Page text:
Other companies provide similar estimates. But with so many vying for a slice of the pie, a bit of shine may rub off soon. Stiff competition will define price and profit margins to the patient’s benefit. The approximate price of the new drug is Rs 20 per tablet, which is already a big gain for patients who are currently shelling out Rs 500 per tablet for the imported Viagra in the grey market.

The affordability of the genuine sildenafil brands could also adversely affect the popularity of the anti-impotence herbal drugs.

With the product being identical, marketing strategy will decide the winners and losers in the Great Indian Sildenafil Contest. Brand name, colour and even the shape of the tablets are being depicted as distinguishing features to gain an edge in the market.

As for Ranbaxy’s brand, Caverta, «the name derives from the cavernosa, the part of penis that plays a vital role in erection», explains Kaul. Torrent’s choice, Androz, derives from andrology a science that deals with the study of the masculine constitution, according to R. Balasubramanian, vice-president, marketing, Torrent.

Penegra was Cadila’s choice both because it refers to problems of penetration, and the penis, says President Ganesh Nayak. Blue and diamond shaped, the Penegra pill is an exact copy of Viagra. Ranbaxy’s red triangular tablets are deliberately designed to be different, while Torrent’s tablets are blue and round.

«We have made a conscious effort to retain the round shape like regular tablets to tell the patients that ED is neither fun nor serious. It’s just another curable condition,» says Balasubramanian.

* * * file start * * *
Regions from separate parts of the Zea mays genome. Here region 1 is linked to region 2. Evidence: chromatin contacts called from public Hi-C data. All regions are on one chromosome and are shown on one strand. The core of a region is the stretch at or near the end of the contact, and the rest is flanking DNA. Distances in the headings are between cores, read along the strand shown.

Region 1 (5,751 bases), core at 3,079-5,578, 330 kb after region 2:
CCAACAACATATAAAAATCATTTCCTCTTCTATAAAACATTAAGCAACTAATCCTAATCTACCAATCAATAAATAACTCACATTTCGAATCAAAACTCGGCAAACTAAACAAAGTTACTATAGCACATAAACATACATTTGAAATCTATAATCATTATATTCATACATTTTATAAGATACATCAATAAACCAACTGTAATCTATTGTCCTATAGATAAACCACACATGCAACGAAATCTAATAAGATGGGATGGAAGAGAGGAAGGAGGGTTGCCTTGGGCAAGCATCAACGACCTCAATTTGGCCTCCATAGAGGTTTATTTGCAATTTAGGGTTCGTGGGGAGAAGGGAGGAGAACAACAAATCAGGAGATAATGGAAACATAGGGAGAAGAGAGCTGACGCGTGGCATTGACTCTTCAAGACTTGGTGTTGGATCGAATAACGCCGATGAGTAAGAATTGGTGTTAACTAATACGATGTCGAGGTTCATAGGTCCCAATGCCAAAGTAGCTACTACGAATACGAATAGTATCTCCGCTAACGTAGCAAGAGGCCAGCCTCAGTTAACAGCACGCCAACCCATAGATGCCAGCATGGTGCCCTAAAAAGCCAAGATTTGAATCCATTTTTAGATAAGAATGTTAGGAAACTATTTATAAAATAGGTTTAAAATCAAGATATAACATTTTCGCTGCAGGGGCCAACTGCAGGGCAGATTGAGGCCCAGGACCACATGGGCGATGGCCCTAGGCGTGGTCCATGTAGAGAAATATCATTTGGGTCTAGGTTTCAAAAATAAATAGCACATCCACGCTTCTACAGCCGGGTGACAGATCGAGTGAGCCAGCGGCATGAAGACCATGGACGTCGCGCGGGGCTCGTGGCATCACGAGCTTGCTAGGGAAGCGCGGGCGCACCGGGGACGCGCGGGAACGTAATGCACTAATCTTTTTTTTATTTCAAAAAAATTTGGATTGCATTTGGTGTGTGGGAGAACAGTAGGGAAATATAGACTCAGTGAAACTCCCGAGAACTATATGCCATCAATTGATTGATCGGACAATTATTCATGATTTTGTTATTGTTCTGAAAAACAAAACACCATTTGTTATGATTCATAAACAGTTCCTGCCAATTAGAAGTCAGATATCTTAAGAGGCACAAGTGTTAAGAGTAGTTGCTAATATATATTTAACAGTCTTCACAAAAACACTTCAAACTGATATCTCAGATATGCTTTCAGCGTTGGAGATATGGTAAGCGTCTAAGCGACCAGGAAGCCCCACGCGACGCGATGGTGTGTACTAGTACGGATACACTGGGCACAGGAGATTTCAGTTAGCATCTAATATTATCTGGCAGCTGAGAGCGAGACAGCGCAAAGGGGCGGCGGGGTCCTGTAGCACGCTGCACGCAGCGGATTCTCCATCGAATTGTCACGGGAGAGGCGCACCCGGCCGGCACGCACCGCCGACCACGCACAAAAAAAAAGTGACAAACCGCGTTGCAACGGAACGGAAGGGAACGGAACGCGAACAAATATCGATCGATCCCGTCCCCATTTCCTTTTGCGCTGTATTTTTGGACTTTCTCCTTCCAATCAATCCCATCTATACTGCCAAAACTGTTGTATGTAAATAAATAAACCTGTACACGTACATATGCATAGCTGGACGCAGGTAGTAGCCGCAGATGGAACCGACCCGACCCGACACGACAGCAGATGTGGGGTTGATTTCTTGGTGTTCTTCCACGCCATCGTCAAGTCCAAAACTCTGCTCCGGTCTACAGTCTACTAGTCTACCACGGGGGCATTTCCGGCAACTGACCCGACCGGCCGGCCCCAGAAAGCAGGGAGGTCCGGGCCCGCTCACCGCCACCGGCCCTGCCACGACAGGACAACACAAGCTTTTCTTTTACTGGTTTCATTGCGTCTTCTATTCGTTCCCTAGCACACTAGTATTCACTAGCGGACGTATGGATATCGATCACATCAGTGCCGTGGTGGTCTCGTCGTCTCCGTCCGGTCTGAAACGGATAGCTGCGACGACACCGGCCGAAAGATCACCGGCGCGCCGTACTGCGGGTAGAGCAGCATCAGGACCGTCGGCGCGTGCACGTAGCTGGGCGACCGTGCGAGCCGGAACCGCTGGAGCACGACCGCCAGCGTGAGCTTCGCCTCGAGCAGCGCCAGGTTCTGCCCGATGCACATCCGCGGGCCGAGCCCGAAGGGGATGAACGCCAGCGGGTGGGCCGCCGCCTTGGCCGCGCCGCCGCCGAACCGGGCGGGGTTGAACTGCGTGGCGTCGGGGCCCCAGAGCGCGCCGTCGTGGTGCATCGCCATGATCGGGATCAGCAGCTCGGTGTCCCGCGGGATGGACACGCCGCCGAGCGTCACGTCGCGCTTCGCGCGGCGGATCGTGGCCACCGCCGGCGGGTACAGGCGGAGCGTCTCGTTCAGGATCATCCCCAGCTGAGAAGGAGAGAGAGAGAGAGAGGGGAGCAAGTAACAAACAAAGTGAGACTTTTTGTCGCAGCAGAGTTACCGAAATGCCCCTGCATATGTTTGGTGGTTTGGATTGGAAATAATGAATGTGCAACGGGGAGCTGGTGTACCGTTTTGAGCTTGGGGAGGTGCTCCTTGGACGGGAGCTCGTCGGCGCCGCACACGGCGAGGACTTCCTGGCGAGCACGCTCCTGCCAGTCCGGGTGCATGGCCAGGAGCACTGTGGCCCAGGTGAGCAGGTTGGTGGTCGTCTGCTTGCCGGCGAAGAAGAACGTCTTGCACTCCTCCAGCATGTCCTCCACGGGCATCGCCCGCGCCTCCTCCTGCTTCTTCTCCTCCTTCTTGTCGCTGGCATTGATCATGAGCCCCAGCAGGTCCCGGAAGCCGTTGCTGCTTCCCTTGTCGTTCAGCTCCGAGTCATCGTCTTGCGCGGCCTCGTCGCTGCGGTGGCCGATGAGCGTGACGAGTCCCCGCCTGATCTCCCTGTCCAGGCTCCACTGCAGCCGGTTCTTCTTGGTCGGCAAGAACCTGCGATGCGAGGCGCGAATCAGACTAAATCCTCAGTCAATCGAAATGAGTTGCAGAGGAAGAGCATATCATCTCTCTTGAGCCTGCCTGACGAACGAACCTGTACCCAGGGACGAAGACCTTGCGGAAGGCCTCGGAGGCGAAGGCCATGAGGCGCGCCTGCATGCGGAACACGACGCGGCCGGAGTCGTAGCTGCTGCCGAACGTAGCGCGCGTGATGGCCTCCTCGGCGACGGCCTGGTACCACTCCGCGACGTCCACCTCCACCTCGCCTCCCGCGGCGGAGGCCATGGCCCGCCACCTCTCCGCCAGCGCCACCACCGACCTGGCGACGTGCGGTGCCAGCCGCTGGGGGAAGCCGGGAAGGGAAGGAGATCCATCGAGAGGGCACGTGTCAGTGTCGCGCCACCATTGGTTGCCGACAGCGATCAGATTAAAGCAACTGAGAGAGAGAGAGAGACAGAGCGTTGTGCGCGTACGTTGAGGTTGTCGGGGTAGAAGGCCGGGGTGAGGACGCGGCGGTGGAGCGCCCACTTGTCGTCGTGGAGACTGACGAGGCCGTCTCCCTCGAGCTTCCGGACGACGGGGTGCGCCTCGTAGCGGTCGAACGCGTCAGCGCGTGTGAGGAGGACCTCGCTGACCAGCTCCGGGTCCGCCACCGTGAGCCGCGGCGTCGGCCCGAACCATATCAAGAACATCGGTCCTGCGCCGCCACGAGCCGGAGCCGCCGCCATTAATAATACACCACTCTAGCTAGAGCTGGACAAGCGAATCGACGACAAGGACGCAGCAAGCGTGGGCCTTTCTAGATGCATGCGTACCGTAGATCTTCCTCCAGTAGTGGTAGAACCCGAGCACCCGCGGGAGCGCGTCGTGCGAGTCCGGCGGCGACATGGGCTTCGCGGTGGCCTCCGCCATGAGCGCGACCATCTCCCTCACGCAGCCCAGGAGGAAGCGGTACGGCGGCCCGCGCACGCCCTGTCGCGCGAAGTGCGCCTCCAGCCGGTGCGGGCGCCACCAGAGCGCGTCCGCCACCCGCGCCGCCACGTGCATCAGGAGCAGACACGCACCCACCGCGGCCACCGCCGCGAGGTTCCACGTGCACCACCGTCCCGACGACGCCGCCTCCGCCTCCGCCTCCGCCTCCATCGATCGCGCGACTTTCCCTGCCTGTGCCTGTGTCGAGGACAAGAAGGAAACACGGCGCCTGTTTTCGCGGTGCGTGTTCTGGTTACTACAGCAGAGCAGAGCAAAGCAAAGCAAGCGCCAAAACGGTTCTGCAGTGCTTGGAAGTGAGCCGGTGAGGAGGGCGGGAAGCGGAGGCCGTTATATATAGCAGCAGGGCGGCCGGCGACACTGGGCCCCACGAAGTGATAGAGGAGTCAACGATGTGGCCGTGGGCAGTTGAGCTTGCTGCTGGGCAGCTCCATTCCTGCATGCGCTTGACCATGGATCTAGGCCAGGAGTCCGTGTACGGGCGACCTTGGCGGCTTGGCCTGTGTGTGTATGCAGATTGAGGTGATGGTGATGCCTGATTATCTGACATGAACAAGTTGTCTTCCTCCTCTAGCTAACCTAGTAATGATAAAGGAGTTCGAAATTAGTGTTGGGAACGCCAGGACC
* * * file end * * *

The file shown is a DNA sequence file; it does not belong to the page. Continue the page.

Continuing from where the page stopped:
An India-specific marketing challenge for the companies is people’s reluctance to talk openly about sexual matters. Says Kaul: «We don’t just have to create a brand but also a market, as ED is a hush-hush affair here.» Besides, impotence is not just any other disease like diabetes or malaria.

Striking at the very core of manhood, its impact finds an echo in every aspect of man’s life: the wife doomed to a celibate existence and the boss stuck with a depressed, less-productive employee. Small wonder then that the drug is seen as the best thing to happen to the Indian male in a long, long time.

Some of the optional cures available to erectile dysfunctional patients in India are:

  • The most popular and affordable treatment so far has been the papaverine injection. At Rs 15-20 per shot, it is the price, not convenience, that dictates its popularity. The drug has to be injected locally into the phallus, a painful procedure that can lead to infection unless done in aseptic conditions, according to Professor N.K. Mohanty, head of urology at Delhi’s Safdarjung Hospital.
  • The vacuum erection device is the only non-invasive treatment that has no side-effects, says Mohanty. There are no injections, no tablets — only a hollow tube that creates a vacuum and sucks blood into the penis, leading to an erection. At Rs 10,000- 20,000 one-time cost, the price at least induces a sense of satisfaction.